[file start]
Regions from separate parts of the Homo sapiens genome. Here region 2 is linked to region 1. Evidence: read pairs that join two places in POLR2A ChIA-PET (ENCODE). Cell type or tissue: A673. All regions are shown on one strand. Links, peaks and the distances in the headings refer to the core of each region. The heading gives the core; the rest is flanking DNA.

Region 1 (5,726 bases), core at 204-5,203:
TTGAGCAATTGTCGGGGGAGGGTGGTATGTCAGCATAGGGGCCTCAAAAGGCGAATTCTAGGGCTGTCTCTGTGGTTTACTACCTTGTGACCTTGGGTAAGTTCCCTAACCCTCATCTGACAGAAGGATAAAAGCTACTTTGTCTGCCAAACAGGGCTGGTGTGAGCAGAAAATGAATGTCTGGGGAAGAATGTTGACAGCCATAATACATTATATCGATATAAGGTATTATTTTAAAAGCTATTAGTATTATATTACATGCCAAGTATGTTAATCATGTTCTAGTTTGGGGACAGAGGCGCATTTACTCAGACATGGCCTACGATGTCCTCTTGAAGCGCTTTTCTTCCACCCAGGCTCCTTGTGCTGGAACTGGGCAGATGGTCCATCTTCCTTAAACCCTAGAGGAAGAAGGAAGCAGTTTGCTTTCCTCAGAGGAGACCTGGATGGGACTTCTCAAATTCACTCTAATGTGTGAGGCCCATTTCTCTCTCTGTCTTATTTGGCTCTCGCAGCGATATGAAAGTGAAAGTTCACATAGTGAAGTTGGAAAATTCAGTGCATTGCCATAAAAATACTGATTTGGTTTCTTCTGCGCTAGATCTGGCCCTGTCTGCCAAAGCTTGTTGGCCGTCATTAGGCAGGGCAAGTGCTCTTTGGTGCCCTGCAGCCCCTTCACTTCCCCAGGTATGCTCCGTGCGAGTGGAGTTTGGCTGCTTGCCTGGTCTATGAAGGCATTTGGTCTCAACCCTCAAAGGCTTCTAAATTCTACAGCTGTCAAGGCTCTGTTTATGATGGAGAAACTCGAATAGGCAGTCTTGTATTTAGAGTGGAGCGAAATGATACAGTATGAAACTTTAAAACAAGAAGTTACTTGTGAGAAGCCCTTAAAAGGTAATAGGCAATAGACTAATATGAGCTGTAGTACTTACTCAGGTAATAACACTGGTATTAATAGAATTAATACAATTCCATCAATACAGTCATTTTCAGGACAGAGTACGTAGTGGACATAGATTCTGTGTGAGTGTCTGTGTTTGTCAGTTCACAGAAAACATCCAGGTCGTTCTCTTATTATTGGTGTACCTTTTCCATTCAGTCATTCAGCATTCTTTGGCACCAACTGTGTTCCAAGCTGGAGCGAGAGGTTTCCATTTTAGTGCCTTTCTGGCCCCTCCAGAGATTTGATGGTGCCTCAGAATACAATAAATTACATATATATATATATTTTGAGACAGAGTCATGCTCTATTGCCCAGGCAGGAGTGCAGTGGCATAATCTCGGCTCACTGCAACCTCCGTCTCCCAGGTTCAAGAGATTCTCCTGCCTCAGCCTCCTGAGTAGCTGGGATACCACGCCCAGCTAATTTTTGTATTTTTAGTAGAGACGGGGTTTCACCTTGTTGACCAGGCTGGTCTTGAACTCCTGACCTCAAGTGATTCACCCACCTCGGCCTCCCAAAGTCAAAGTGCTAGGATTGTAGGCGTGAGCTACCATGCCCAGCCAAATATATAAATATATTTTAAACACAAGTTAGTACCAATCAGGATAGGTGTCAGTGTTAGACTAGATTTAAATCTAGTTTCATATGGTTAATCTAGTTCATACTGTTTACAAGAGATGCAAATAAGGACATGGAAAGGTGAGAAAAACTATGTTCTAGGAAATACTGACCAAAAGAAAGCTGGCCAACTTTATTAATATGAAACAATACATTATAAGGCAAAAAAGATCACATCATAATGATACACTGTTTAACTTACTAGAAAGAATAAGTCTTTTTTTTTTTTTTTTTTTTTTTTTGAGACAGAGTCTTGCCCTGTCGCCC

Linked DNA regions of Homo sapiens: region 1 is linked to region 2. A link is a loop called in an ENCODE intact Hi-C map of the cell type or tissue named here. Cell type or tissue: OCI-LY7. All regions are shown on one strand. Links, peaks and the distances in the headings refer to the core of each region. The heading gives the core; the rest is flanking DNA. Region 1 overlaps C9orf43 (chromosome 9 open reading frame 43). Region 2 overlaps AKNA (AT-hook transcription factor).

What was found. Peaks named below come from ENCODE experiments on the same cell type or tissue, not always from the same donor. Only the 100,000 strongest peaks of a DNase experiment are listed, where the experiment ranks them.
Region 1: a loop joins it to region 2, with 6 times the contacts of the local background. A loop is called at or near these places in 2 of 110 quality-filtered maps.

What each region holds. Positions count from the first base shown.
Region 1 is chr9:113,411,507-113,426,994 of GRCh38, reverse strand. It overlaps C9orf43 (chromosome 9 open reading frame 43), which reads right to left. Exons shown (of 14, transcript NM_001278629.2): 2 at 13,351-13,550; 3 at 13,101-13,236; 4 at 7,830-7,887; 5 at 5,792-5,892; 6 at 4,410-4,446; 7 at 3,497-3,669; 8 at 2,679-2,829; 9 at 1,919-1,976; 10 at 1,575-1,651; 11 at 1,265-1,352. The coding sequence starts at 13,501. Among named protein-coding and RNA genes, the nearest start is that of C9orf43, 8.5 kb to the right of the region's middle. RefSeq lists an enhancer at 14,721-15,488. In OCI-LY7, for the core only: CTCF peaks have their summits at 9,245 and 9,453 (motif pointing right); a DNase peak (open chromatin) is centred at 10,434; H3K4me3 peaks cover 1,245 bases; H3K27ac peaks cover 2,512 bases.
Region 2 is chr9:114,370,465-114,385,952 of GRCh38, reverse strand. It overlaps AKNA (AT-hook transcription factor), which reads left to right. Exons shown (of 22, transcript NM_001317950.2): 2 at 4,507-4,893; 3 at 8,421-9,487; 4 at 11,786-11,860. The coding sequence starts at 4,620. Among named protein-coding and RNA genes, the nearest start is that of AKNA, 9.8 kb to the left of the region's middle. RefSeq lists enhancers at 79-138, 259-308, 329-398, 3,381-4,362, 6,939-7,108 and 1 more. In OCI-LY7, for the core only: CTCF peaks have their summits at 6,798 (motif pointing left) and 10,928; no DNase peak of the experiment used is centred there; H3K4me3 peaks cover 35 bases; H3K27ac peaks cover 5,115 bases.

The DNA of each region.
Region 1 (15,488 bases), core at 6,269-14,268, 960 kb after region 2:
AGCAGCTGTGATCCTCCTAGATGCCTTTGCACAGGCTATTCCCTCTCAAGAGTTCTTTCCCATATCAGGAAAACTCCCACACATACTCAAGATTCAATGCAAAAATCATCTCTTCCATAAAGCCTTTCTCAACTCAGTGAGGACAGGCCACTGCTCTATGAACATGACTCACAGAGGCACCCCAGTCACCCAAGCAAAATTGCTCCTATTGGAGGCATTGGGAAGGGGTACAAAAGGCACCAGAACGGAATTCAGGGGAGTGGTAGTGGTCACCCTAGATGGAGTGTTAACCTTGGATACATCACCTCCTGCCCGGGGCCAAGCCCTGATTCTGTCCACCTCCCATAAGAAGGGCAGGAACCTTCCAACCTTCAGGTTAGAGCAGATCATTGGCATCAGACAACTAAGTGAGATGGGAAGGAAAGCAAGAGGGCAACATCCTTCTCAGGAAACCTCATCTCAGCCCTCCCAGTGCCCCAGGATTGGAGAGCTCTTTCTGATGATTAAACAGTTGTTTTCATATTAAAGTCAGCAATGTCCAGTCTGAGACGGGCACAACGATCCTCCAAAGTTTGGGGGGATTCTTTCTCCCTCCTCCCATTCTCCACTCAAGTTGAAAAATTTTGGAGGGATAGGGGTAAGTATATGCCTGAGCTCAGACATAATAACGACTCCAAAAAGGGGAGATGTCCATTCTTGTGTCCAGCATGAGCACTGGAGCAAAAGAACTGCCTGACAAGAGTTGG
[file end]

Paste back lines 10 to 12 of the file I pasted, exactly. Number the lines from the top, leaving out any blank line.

The DNA of each region.
Region 1 (15,488 bases), core at 6,269-14,268, 960 kb after region 2:
AGCAGCTGTGATCCTCCTAGATGCCTTTGCACAGGCTATTCCCTCTCAAGAGTTCTTTCCCATATCAGGAAAACTCCCACACATACTCAAGATTCAATGCAAAAATCATCTCTTCCATAAAGCCTTTCTCAACTCAGTGAGGACAGGCCACTGCTCTATGAACATGACTCACAGAGGCACCCCAGTCACCCAAGCAAAATTGCTCCTATTGGAGGCATTGGGAAGGGGTACAAAAGGCACCAGAACGGAATTCAGGGGAGTGGTAGTGGTCACCCTAGATGGAGTGTTAACCTTGGATACATCACCTCCTGCCCGGGGCCAAGCCCTGATTCTGTCCACCTCCCATAAGAAGGGCAGGAACCTTCCAACCTTCAGGTTAGAGCAGATCATTGGCATCAGACAACTAAGTGAGATGGGAAGGAAAGCAAGAGGGCAACATCCTTCTCAGGAAACCTCATCTCAGCCCTCCCAGTGCCCCAGGATTGGAGAGCTCTTTCTGATGATTAAACAGTTGTTTTCATATTAAAGTCAGCAATGTCCAGTCTGAGACGGGCACAACGATCCTCCAAAGTTTGGGGGGATTCTTTCTCCCTCCTCCCATTCTCCACTCAAGTTGAAAAATTTTGGAGGGATAGGGGTAAGTATATGCCTGAGCTCAGACATAATAACGACTCCAAAAAGGGGAGATGTCCATTCTTGTGTCCAGCATGAGCACTGGAGCAAAAGAACTGCCTGACAAGAGTTGG